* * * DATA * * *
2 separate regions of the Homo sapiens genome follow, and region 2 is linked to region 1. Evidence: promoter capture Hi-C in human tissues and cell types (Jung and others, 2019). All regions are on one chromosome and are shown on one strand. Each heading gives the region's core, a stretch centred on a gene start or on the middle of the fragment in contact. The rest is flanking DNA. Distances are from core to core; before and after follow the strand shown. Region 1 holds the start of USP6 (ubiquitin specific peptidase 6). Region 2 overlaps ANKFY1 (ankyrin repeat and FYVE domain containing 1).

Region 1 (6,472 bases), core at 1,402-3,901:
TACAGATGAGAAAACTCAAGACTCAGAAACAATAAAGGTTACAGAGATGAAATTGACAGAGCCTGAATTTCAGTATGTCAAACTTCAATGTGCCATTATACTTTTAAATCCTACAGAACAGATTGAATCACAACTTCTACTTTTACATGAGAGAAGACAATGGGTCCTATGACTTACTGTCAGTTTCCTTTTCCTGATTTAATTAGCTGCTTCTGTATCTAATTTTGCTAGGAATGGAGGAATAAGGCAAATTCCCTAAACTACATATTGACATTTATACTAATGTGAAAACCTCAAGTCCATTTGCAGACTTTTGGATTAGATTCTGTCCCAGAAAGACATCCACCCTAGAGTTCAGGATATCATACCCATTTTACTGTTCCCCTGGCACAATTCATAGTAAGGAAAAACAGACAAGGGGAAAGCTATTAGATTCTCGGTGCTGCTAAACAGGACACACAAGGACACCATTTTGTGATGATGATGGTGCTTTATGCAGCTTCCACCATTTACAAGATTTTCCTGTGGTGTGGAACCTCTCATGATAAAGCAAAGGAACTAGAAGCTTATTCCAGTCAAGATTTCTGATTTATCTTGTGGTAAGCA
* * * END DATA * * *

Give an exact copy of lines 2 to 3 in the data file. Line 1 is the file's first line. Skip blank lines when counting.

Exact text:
Region 1 (6,472 bases), core at 1,402-3,901:
TACAGATGAGAAAACTCAAGACTCAGAAACAATAAAGGTTACAGAGATGAAATTGACAGAGCCTGAATTTCAGTATGTCAAACTTCAATGTGCCATTATACTTTTAAATCCTACAGAACAGATTGAATCACAACTTCTACTTTTACATGAGAGAAGACAATGGGTCCTATGACTTACTGTCAGTTTCCTTTTCCTGATTTAATTAGCTGCTTCTGTATCTAATTTTGCTAGGAATGGAGGAATAAGGCAAATTCCCTAAACTACATATTGACATTTATACTAATGTGAAAACCTCAAGTCCATTTGCAGACTTTTGGATTAGATTCTGTCCCAGAAAGACATCCACCCTAGAGTTCAGGATATCATACCCATTTTACTGTTCCCCTGGCACAATTCATAGTAAGGAAAAACAGACAAGGGGAAAGCTATTAGATTCTCGGTGCTGCTAAACAGGACACACAAGGACACCATTTTGTGATGATGATGGTGCTTTATGCAGCTTCCACCATTTACAAGATTTTCCTGTGGTGTGGAACCTCTCATGATAAAGCAAAGGAACTAGAAGCTTATTCCAGTCAAGATTTCTGATTTATCTTGTGGTAAGCA